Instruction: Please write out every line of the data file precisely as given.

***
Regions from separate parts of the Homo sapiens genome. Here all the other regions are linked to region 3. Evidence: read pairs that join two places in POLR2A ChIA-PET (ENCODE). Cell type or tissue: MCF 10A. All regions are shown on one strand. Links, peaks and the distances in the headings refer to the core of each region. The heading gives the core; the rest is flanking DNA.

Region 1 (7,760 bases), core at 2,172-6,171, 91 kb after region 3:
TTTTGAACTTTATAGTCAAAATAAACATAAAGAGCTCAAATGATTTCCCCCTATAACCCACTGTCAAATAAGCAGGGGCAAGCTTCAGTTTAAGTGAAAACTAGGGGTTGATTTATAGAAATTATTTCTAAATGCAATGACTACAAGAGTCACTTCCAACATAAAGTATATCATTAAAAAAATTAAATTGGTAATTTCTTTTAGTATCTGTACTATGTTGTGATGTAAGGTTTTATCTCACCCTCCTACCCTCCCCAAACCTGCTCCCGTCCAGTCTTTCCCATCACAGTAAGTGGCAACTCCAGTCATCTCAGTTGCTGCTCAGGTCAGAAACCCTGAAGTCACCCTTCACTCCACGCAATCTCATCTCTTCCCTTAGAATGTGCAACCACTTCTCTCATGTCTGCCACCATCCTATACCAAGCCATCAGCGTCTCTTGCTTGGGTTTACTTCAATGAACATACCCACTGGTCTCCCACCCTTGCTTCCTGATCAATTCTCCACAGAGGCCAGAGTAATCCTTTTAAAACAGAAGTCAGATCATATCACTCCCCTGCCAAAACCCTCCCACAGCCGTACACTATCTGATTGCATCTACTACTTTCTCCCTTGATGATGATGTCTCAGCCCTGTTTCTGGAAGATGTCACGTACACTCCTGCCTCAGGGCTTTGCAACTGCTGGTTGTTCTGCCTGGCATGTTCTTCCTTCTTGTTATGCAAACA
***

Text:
Regions from separate parts of the Homo sapiens genome. Here all the other regions are linked to region 3. Evidence: read pairs that join two places in POLR2A ChIA-PET (ENCODE). Cell type or tissue: MCF 10A. All regions are shown on one strand. Links, peaks and the distances in the headings refer to the core of each region. The heading gives the core; the rest is flanking DNA.

Region 1 (7,760 bases), core at 2,172-6,171, 91 kb after region 3:
TTTTGAACTTTATAGTCAAAATAAACATAAAGAGCTCAAATGATTTCCCCCTATAACCCACTGTCAAATAAGCAGGGGCAAGCTTCAGTTTAAGTGAAAACTAGGGGTTGATTTATAGAAATTATTTCTAAATGCAATGACTACAAGAGTCACTTCCAACATAAAGTATATCATTAAAAAAATTAAATTGGTAATTTCTTTTAGTATCTGTACTATGTTGTGATGTAAGGTTTTATCTCACCCTCCTACCCTCCCCAAACCTGCTCCCGTCCAGTCTTTCCCATCACAGTAAGTGGCAACTCCAGTCATCTCAGTTGCTGCTCAGGTCAGAAACCCTGAAGTCACCCTTCACTCCACGCAATCTCATCTCTTCCCTTAGAATGTGCAACCACTTCTCTCATGTCTGCCACCATCCTATACCAAGCCATCAGCGTCTCTTGCTTGGGTTTACTTCAATGAACATACCCACTGGTCTCCCACCCTTGCTTCCTGATCAATTCTCCACAGAGGCCAGAGTAATCCTTTTAAAACAGAAGTCAGATCATATCACTCCCCTGCCAAAACCCTCCCACAGCCGTACACTATCTGATTGCATCTACTACTTTCTCCCTTGATGATGATGTCTCAGCCCTGTTTCTGGAAGATGTCACGTACACTCCTGCCTCAGGGCTTTGCAACTGCTGGTTGTTCTGCCTGGCATGTTCTTCCTTCTTGTTATGCAAACA